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Going the Taliban Way
|by Muddassir Rizvi|
The recent passage of the Shariat Bill in Pakistan's North West Frontier Province (NWFP), bordering Afghanistan, is being seen by many as the beginning of Pakistan's Talibanisation. The 15-point Shariat Bill, which was unanimously approved by the NWFP Assembly on June 2, 2003, promises imposition of "Allah's rule on the earth through His pious men".
The Bill declares Shariat as the supreme law of the province (NWFP) and empowers the government to set up three commissions to examine the current systems of economy, judiciary and education and to recommend ways to "Islamise" them and eradicate "obscenity and vagrancy".
Under another proposed law, the Muttahida Majlis-i-Amal (MMA) government in NWPF plans to set up a Hasba (accountability) department, whereby ombudsmen will be appointed at the provincial, district and local levels to ensure that Islamic laws are enforced. Each ombudsman will have under his command a Hasba force, which is being interpreted as the Pakistani version of the Taliban's vice-and-virtue police in Afghanistan.
Progressive groups fear that the Hasba would be abused and that setting it up would amount to creating a parallel legal system. "The Hasba force will be able to enter or search any premise without a search warrant. This is against the personal liberties of the citizens provided by the constitution," says Qazi Anwar, a renowned Supreme Court lawyer.
Meanwhile, the passage of the Shariat Bill has provided a parliamentary backing to the NWFP government, which is controlled by an alliance of six religious parties, to implement its version of Islam through legislative and administrative mechanisms.
While political parties in Pakistan consider the Bill to be no different from the existing constitution and laws, civil society groups are worried that the Bill will impose retrogressive laws in the name of religion, to stifle personal freedom, civil liberties and human rights. They fear that once such laws are enacted, it is always difficult to have them repealed. For instance, the Huddood ordinances enforced by General Zia-ul-Haq in the 1980s are heavily pitted against women but the powerful clergy has resisted all past efforts to have them repealed.
"The bill shows the MMA government's fascist desires to forcefully impose its own nefarious wishes on people in the name of Islam," says a spokesperson of the Joint Action Committee (JAC), a forum of civil society groups.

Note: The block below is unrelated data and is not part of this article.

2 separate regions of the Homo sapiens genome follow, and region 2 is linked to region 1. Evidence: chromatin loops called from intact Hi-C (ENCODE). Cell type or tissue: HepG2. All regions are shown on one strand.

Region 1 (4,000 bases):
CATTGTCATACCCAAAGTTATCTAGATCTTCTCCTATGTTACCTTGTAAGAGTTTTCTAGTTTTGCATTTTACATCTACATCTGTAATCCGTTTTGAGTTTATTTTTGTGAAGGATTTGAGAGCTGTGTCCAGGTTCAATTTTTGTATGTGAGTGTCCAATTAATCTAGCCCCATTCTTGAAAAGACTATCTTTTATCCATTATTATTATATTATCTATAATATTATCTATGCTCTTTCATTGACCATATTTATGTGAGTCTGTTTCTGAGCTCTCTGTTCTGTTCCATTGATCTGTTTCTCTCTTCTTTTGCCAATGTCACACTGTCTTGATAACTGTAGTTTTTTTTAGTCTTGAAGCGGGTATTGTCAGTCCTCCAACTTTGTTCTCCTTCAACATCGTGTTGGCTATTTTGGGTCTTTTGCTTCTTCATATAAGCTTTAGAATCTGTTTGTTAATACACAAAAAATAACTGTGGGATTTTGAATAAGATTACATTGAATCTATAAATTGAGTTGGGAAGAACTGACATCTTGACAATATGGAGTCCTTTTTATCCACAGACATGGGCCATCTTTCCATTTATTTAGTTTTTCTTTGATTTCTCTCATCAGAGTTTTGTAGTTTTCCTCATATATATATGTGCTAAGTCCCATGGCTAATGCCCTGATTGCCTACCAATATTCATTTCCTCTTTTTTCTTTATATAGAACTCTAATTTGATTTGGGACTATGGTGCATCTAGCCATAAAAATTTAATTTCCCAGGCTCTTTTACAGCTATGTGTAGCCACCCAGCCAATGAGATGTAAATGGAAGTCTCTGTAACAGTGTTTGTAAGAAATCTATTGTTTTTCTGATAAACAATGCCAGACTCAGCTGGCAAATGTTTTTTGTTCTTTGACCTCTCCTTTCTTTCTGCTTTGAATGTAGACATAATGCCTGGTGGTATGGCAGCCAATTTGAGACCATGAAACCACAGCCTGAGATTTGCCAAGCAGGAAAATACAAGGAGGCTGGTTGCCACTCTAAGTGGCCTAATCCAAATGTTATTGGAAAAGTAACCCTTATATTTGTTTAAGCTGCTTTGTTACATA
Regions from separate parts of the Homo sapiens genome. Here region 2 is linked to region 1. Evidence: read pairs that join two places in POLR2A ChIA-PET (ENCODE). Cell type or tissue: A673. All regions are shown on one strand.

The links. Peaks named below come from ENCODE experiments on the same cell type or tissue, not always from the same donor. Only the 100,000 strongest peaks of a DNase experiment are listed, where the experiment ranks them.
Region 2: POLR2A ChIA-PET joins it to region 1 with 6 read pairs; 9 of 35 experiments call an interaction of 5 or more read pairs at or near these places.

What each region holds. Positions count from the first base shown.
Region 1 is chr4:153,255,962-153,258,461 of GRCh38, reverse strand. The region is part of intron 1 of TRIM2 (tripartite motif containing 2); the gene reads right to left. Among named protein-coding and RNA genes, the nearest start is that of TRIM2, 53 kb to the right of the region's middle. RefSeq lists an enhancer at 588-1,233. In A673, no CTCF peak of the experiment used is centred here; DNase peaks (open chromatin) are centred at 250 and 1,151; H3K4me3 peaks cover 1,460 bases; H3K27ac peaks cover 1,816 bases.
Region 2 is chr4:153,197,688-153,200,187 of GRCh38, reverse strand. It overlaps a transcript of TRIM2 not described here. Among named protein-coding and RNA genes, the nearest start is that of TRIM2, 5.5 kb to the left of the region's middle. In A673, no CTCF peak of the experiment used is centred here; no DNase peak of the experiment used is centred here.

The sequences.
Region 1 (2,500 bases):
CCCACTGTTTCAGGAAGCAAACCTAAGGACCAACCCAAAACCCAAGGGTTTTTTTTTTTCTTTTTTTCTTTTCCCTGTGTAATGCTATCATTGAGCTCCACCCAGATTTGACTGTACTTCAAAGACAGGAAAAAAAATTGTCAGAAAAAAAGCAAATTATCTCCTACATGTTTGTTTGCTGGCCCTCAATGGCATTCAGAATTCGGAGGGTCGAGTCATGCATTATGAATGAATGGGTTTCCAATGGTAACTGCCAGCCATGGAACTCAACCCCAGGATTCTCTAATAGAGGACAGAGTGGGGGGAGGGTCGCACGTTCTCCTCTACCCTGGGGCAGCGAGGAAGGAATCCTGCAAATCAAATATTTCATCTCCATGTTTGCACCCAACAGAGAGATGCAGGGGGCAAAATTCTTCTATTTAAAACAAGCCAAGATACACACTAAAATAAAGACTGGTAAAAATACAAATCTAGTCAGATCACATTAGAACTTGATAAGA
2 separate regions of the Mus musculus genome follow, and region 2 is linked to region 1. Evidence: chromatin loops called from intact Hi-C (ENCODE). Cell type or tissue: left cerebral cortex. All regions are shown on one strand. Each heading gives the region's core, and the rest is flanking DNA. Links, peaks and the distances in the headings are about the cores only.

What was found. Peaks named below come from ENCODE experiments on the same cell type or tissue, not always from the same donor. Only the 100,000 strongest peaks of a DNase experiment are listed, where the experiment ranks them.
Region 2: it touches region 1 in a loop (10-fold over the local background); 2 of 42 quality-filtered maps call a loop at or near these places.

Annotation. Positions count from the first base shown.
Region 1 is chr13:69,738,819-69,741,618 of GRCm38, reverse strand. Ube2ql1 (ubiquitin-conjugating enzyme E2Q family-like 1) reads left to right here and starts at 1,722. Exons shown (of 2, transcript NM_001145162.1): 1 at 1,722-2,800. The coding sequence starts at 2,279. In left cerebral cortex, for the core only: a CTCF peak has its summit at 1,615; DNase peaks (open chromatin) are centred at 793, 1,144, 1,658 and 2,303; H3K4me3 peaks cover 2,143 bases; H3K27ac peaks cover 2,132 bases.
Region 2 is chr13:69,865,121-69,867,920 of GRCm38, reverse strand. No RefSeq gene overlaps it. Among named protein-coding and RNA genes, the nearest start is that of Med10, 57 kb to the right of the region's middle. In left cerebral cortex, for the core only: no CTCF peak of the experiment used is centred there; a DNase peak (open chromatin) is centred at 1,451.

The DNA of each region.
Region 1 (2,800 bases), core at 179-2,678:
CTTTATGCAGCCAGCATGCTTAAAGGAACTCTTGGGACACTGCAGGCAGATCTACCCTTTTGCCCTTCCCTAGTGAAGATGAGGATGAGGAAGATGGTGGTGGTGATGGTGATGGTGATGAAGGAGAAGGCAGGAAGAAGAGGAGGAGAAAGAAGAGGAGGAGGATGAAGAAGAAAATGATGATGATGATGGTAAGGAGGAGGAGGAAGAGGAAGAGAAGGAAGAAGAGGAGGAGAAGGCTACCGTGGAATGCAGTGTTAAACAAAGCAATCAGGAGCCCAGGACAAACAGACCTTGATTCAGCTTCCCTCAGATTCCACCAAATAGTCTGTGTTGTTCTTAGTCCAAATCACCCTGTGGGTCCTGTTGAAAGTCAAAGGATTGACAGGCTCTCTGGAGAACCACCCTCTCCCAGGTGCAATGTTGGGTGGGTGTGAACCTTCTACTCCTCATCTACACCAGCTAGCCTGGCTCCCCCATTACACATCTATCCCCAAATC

Mairaj Humayun, who heads a 30-member NGO alliance, finds the MMA government's drive a waste of time and resources on non-issues. Instead, she says, "The government should focus on developing the province, which includes some of the most backward areas in the country. Why do they want to curtail whatever little role women are playing in the province with the conservative social set-up and tribal traditions?"
The Bill and MMA's future plans did not go down well with the federal government either. While it hinted at taking administrative action against the NWFP government, the federal government also said that there was no need for the MMA government to enforce Shariat because the centre is already in the process of formulating laws in accordance with the teachings of Islam.
The fact is that the MMA government came into power in NWFP in 2002, on an anti-American and pro-Taliban platform. Over the past few months, the MMA government has already banned the playing of music in public transport; it has also banned the coaching of women athletes by males and the coverage of women's sports by male journalists. Several girls' schools have ordered their students to cover their heads, and the Principal of Khyber Medical College (Peshawar) has enforced the purdah (veil) for women students.
Last month, MMA supporters defaced or pulled down several billboards in Peshawar, saying these were un-Islamic because they displayed unveiled women. Against this backdrop, the civil liberties groups fear that MMA's Islamisation drive would further marginalize women and the minorities. "The policies of the MMA government are clearly aimed at dividing the society along gender lines. The want to keep men and women separate, further reducing chances for women to play a part in social and political processes," commented Afrasiab Khattak, president of Human Rights Commission of Pakistan.
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